Why art? Why do we make it, dance to it, sing it? Why do we decorate and embellish and accessorize with it? Why do we spend our money and time on acquiring and enjoying it?
Here are just a few reasons why:
Art teaches us. It shows us the consequences of potential action. Romeo and Juliet’s suicide. Madame Bovary’s rejection. Thelma and Louisa’s leap. Little Red Riding Hood’s discovery. Maximus’ sacrifice. These can be the lessons of cultural norms or the lessons of timeless morality, but art teaches us that actions have consequences.
Art allows us to live other lives. Whether swashbuckling villain or timid masochist, stranded astronaut or woman making bread in Vermeer’s kitchen, we can escape for a moment into lives we will never lead.
Art bypasses logic. Sweeping music, gorgeous color, graceful dance, all can bring tears to our eyes or a smile to our face. We find ourselves reacting – strongly – without even knowing for sure why. Perhaps some people live all the time with their emotions this close to the surface, but for many of us a plaintive violin melody or angry abstract splash of paint is needed to unlock those feelings.
Art is interactive and experiential. Whatever the artist intends to say, the experience is entirely in the hands of another. In live performances, the audience co-creates with the performers, sharing energy and showing their enjoyment through laughter, gasps and applause. (Hopefully all at the desired points.)
Art helps us to notice. Whether a deconstructed Picasso or whimsical Van Gogh, the crashing power of Beethoven or the tenderest whisper of Chopin, art reveals -and revels – in the details. It shows us what is beautiful in the terrible and terrible in the beautiful. It captures fleeting light and fleeting seasons and fleeting lives, exhorting us to pay attention too.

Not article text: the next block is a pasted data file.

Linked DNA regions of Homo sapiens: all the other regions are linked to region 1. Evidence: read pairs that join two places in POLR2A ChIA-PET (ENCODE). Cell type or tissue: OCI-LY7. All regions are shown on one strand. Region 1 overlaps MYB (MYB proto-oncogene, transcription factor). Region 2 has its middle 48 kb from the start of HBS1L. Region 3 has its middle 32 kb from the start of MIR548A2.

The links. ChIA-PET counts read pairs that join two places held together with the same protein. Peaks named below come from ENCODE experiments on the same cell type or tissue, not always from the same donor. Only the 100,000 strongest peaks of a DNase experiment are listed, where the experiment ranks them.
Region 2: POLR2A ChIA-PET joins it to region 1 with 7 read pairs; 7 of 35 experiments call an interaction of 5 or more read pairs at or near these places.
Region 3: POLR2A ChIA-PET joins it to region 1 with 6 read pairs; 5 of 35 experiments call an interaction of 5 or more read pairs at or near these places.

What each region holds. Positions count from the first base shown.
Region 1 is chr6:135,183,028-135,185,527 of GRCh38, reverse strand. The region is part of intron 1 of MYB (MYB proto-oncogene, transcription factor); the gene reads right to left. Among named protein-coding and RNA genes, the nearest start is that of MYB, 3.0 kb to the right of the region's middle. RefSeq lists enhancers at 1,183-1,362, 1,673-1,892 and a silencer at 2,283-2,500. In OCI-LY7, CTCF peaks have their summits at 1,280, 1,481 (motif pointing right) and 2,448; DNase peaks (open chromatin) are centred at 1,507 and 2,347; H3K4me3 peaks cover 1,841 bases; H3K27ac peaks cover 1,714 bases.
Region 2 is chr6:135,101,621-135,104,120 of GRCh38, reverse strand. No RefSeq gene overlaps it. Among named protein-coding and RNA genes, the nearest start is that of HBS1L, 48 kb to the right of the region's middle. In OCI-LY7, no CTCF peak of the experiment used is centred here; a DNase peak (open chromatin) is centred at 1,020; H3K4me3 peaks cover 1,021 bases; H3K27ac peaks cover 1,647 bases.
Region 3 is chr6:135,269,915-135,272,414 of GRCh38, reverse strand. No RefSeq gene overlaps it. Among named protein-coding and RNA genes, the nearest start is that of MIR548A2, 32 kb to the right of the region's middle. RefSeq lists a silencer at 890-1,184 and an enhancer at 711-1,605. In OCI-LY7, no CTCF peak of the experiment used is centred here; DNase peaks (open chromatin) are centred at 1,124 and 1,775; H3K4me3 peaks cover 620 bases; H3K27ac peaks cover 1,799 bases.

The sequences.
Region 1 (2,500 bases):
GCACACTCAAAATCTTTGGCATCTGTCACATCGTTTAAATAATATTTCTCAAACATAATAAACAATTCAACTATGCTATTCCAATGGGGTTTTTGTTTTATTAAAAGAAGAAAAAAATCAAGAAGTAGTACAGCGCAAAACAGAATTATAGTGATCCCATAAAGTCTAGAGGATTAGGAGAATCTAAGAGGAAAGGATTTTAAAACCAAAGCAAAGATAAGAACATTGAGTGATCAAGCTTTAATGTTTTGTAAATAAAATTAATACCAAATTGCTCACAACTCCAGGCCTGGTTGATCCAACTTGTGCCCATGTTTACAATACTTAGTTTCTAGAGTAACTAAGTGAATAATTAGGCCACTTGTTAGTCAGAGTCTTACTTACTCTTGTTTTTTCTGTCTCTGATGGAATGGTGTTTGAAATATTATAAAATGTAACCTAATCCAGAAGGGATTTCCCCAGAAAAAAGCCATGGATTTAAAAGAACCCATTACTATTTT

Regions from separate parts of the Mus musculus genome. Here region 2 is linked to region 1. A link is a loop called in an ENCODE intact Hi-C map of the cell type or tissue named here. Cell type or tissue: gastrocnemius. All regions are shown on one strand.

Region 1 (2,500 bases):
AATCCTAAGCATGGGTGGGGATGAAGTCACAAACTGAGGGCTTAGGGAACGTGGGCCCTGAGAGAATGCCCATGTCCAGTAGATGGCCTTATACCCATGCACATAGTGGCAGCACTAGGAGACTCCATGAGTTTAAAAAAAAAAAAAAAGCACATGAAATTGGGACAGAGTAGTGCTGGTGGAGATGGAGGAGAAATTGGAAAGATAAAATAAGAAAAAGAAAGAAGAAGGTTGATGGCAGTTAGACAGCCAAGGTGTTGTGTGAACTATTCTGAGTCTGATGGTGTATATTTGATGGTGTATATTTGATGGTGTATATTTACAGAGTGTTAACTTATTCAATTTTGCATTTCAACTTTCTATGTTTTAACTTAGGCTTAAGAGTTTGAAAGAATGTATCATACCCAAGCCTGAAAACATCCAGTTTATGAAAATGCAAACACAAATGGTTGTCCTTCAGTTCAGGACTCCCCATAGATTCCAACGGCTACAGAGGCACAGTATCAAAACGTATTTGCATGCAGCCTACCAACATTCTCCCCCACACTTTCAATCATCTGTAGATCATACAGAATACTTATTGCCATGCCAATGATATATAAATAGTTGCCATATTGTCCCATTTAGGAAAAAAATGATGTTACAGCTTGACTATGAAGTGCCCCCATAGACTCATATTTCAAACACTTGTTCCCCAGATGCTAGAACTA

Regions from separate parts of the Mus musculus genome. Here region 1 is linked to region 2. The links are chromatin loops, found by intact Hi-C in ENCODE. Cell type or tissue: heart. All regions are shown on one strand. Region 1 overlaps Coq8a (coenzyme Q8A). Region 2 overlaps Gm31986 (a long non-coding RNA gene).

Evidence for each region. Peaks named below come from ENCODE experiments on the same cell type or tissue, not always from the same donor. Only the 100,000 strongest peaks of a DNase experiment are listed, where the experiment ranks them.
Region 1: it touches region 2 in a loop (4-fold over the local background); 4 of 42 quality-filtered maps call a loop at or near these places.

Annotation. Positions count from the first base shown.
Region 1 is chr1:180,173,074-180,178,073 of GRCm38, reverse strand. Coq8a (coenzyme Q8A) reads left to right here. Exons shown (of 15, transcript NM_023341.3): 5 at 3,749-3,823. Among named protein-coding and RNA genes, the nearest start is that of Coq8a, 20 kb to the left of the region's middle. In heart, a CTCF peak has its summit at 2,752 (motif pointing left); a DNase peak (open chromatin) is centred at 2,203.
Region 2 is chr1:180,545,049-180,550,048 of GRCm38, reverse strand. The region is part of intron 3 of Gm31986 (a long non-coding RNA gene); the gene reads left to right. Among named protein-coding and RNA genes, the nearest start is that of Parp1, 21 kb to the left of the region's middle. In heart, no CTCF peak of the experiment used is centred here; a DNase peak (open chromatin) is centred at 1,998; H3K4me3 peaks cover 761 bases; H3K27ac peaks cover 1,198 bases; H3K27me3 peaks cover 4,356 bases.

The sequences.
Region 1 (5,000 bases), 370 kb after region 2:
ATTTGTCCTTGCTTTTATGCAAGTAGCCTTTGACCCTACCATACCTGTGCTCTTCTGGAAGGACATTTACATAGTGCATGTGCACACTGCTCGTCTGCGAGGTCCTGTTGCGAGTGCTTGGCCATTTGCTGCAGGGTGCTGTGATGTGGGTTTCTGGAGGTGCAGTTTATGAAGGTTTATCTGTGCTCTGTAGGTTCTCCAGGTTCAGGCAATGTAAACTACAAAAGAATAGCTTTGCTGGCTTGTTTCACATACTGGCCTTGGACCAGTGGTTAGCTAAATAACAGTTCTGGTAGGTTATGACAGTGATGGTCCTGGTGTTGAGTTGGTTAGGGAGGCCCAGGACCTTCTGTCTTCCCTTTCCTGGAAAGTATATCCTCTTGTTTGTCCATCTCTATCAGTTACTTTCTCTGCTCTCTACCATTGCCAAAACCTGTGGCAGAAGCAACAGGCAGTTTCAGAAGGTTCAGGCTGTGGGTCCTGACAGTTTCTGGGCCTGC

Art remembers. It drags us on to the battleground and the farmer’s field. It transports us to earlier times and fallen dynasties. It is a glimpse of what was, what might be and what always is.
* * *
As someone who enjoys art and as a professional fundraiser, I think about how the role of art will change as funding sources change, especially in schools.
No one appreciates all art equally. Perhaps for you driving down a country road with Tom Petty blaring on the radio is preferable to the Metropolitan Opera. Maybe you’re rather needlepoint than walk through a sculpture garden. Maybe no painting will beat the view from your front porch.
That’s OK. But I would challenge you to consider the role art plays and has played in your life. Did you love to draw as a kid? Take piano lessons? Do you cook dinner while listening to music or work out while listening to an audio book? Have you ever sat in front of a painting or stood in front of a building and just stared, noting all the interesting shapes and colors, wondering what the artist/architect was thinking when they added that detail or this flourish?
People have always and will always make art. Perhaps we are drawn to making and consuming art for the same reason we make babies… the relentless need to create something that will extend beyond our lifetime, something that future generations will build on as a foundation for their own creative expression.
Cut art funding from schools and gut the NEA and you will rob many Americans of the experience of watching a ballerina transform into a swan. You will create a generation of children with a limited musical vocabulary. You may allow cultural treasures to fall into distant memory.
But you will not stop us from making art. We’ll still be laughing at camp skits and building sand castles and stitching quilts and doodling on our notebooks. We’ll still be singing our babies to sleep and weeping quietly in the cinema.
Because art is part of being human. And no matter how broken or beleaguered or politicized or wrapped up in our own to-do lists we may be, we are always, at least, still that.
Grainy photo taken last night
right before the curtain raised on
the Oregon Ballet Theater’s performance of “Terra.”